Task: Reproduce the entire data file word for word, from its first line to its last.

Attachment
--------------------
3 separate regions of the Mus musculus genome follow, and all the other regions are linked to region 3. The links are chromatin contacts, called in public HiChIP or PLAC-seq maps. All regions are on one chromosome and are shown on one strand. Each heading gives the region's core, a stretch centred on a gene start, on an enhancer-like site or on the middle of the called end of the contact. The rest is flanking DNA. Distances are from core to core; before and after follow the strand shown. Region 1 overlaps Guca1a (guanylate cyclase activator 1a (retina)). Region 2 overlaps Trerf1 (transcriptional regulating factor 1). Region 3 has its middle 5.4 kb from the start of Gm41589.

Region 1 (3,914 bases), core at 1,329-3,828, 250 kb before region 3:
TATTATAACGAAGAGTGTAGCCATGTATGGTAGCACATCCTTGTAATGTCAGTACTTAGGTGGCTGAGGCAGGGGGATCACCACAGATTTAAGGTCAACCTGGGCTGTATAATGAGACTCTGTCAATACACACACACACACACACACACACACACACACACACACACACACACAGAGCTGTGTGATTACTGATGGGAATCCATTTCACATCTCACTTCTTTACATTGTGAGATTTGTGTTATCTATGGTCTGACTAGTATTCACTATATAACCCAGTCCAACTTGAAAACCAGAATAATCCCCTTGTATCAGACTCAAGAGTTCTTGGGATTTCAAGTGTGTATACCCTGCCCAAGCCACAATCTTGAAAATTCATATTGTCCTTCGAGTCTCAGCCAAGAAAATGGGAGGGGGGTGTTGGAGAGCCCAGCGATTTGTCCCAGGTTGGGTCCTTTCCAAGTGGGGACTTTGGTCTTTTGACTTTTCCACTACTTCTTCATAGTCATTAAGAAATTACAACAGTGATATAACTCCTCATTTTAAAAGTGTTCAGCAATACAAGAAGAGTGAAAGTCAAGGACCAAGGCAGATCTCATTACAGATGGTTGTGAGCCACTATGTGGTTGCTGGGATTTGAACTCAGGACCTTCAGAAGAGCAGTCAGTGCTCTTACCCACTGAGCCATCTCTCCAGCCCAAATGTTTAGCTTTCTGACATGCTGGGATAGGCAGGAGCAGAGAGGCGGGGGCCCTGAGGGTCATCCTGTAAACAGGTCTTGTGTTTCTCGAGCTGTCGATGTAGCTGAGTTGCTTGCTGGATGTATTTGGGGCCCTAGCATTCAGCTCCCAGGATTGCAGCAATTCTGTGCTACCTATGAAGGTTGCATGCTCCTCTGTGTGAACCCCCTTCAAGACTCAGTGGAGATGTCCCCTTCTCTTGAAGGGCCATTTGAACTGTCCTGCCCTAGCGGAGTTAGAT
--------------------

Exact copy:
3 separate regions of the Mus musculus genome follow, and all the other regions are linked to region 3. The links are chromatin contacts, called in public HiChIP or PLAC-seq maps. All regions are on one chromosome and are shown on one strand. Each heading gives the region's core, a stretch centred on a gene start, on an enhancer-like site or on the middle of the called end of the contact. The rest is flanking DNA. Distances are from core to core; before and after follow the strand shown. Region 1 overlaps Guca1a (guanylate cyclase activator 1a (retina)). Region 2 overlaps Trerf1 (transcriptional regulating factor 1). Region 3 has its middle 5.4 kb from the start of Gm41589.

Region 1 (3,914 bases), core at 1,329-3,828, 250 kb before region 3:
TATTATAACGAAGAGTGTAGCCATGTATGGTAGCACATCCTTGTAATGTCAGTACTTAGGTGGCTGAGGCAGGGGGATCACCACAGATTTAAGGTCAACCTGGGCTGTATAATGAGACTCTGTCAATACACACACACACACACACACACACACACACACACACACACACACACAGAGCTGTGTGATTACTGATGGGAATCCATTTCACATCTCACTTCTTTACATTGTGAGATTTGTGTTATCTATGGTCTGACTAGTATTCACTATATAACCCAGTCCAACTTGAAAACCAGAATAATCCCCTTGTATCAGACTCAAGAGTTCTTGGGATTTCAAGTGTGTATACCCTGCCCAAGCCACAATCTTGAAAATTCATATTGTCCTTCGAGTCTCAGCCAAGAAAATGGGAGGGGGGTGTTGGAGAGCCCAGCGATTTGTCCCAGGTTGGGTCCTTTCCAAGTGGGGACTTTGGTCTTTTGACTTTTCCACTACTTCTTCATAGTCATTAAGAAATTACAACAGTGATATAACTCCTCATTTTAAAAGTGTTCAGCAATACAAGAAGAGTGAAAGTCAAGGACCAAGGCAGATCTCATTACAGATGGTTGTGAGCCACTATGTGGTTGCTGGGATTTGAACTCAGGACCTTCAGAAGAGCAGTCAGTGCTCTTACCCACTGAGCCATCTCTCCAGCCCAAATGTTTAGCTTTCTGACATGCTGGGATAGGCAGGAGCAGAGAGGCGGGGGCCCTGAGGGTCATCCTGTAAACAGGTCTTGTGTTTCTCGAGCTGTCGATGTAGCTGAGTTGCTTGCTGGATGTATTTGGGGCCCTAGCATTCAGCTCCCAGGATTGCAGCAATTCTGTGCTACCTATGAAGGTTGCATGCTCCTCTGTGTGAACCCCCTTCAAGACTCAGTGGAGATGTCCCCTTCTCTTGAAGGGCCATTTGAACTGTCCTGCCCTAGCGGAGTTAGAT